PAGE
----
It's likely that the IRS's calculation of tax will be much higher than it should be when a tax return is prepared without any deductions and without any tax credits, but Griffin indicates that sometimes the IRS will owe the taxpayer a refund. "Providing the time limit hasn't passed, the taxpayer can still get a refund or have that refund applied to any outstanding balance due they have with the IRS," Griffin says.

Statute of Limitations for Refunds

The statute of limitations for refunds is three years from the original filing deadline for the return. For example, the filing deadline for individual returns for the tax year 2019 was July 15, 2020 after being extended from the usual April date due to the coronavirus. Three years from that date is July 15, 2023. Taxpayers have until that date to file an original return for tax year 2019 to claim a refund from the IRS.

The refund "expires" if the return is filed outside this three-year time limit. The IRS can't reissue the refund back to the taxpayer, nor can it apply the refund to an outstanding balance on another year. It can't apply the refund as an estimated payment to a future tax year. The money simply disappears.

Be Prepared to Wait

It could be several weeks to several months—sometimes as long as 10 months to a year—before the IRS finishes processing the finally-filed tax returns, according to Griffin. But they'll hold off on trying to collect the tax while they're doing so.

"As long as the IRS has received the original returns and they're being worked on, they'll put a temporary hold on the matter," Griffin says.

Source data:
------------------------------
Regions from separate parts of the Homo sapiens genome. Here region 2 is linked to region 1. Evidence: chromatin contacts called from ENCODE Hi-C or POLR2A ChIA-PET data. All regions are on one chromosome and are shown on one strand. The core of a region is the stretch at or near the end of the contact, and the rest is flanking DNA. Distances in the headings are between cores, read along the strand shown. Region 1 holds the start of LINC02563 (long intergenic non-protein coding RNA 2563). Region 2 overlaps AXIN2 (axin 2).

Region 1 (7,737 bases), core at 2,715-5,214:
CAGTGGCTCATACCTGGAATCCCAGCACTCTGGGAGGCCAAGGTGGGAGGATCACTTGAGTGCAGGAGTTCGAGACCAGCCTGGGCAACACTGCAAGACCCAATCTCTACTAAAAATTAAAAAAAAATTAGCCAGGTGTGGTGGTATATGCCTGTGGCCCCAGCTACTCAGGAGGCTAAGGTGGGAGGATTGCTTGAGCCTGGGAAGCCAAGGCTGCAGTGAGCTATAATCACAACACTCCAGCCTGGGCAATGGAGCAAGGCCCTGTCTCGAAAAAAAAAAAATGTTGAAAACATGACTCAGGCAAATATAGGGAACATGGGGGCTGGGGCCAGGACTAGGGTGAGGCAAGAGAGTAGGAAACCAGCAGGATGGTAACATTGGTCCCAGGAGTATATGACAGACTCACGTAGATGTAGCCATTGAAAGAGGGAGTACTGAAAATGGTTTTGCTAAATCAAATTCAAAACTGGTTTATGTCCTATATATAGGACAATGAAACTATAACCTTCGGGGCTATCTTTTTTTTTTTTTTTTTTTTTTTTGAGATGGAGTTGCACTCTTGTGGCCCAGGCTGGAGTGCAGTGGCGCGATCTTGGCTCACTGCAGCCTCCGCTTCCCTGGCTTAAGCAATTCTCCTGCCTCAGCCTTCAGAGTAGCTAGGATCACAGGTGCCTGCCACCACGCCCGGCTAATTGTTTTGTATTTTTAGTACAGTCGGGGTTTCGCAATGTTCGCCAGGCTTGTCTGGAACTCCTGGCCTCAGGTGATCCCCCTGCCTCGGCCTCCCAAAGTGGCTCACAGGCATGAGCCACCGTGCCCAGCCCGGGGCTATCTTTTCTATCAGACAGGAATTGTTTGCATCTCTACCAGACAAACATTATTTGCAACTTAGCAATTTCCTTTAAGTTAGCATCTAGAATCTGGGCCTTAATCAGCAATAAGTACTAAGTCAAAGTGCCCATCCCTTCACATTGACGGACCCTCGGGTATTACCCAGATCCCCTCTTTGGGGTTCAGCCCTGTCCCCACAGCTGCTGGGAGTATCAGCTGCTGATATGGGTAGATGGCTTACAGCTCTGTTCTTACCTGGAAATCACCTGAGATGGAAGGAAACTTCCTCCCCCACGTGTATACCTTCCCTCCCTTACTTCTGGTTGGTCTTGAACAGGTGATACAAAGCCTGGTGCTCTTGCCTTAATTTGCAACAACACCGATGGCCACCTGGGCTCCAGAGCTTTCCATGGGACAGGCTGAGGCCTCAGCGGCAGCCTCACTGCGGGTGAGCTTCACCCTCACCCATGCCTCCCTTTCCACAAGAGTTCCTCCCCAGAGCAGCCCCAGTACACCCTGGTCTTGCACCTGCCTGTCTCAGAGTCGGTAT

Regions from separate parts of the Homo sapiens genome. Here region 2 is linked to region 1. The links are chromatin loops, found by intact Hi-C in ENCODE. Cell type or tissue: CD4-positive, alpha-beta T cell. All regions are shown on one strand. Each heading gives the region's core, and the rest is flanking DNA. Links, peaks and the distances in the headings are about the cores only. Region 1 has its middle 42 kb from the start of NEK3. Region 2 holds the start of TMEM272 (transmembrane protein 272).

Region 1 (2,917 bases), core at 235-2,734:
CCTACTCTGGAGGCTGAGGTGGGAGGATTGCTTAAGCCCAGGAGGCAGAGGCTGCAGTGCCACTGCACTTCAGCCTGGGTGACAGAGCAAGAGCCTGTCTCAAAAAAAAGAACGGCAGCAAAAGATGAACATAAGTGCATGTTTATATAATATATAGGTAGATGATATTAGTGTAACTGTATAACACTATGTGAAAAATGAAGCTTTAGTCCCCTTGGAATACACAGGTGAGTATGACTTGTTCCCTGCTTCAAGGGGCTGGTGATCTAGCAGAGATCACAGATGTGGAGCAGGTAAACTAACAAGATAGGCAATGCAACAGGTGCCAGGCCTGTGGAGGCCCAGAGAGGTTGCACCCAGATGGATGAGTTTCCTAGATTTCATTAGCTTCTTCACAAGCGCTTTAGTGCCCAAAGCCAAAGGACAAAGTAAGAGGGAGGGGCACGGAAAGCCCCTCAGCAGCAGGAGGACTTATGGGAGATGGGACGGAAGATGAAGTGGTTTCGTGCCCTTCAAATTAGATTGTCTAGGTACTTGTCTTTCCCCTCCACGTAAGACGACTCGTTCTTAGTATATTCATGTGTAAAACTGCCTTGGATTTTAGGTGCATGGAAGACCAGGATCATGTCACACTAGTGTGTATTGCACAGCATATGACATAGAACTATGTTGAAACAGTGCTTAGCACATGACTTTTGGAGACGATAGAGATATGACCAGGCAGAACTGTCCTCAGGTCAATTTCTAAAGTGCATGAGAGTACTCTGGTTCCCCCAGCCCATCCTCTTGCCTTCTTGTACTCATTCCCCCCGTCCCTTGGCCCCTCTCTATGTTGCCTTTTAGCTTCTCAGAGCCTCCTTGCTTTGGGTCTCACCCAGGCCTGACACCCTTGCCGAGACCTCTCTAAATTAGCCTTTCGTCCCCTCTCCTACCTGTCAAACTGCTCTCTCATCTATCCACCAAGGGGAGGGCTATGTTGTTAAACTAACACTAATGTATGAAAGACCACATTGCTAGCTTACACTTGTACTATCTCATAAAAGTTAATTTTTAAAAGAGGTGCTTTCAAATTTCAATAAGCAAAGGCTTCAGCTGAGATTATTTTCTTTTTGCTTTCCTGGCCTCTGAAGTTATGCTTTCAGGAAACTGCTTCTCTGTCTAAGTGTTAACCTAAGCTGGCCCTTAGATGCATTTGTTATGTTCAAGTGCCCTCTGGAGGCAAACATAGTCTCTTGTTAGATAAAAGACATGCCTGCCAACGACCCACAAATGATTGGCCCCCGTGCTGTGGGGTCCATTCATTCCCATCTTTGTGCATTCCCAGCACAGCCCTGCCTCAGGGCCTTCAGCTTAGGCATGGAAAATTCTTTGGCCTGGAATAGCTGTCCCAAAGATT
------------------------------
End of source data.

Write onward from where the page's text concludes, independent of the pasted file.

The taxpayer should continue to make any payments on plans they've set up with the IRS if they owe outstanding balances for other years.

If You Find Yourself in This Situation

Track down as much documentation as you can if you find yourself in this situation, including:

  • Any notices or letters from the IRS
  • Any tax forms or documents, such as W-2s, 1099s, mortgage interest statements, interest income
  • A tally of your business income and expenses if you're self-employed
  • The last tax return you filed

Gather up all these documents, or as many of them as you can find, and make an appointment with a tax professional, preferably one who specializes in these kinds of situations.

Dealing with a substitute return often requires professional help.

If You Can't Find Some Documents

"Fortunately, some documents can be obtained from the IRS, such as W-2s and 1099s," Griffin says. "They can be acquired from the wage and income transcript. However, as far as expenses are concerned, those would have to be recreated from bank statements or receipts."

The important thing is to gather as many documents as you can, then meet with a tax professional to sort through everything. "If you don't know if you should bring it, bring it anyway," Griffin advises.

Questions to Ask

Griffin suggests that taxpayers ask four questions of any tax professional when they're trying to deal with substitute returns:

  • How many years of unfiled tax returns should be filed?
  • If the IRS does owe me money, will I receive it?
  • Should I mail in the tax returns or hand-deliver the returns to an IRS walk-in location?
  • Who will be working with me from start to finish? Is this matter going to be passed off to someone else?

Ask what licenses the tax professional has, and how they price their services. Ask them to put together a project plan with deadlines, and ask about their preferred method of communication. Some are most easily reached by phone, while others prefer email and still others ask that you drop by for an in-person meeting.

Other Statutes of Limitations

A substitute tax return that hasn't been signed by the taxpayer doesn't start the audit statute of limitations, and it has no effect on the refund statute of limitations. It does begin the collections statute of limitations, however.

Signing the substitute return does start the audit statute of limitations, however, because this indicates that you've agreed with it.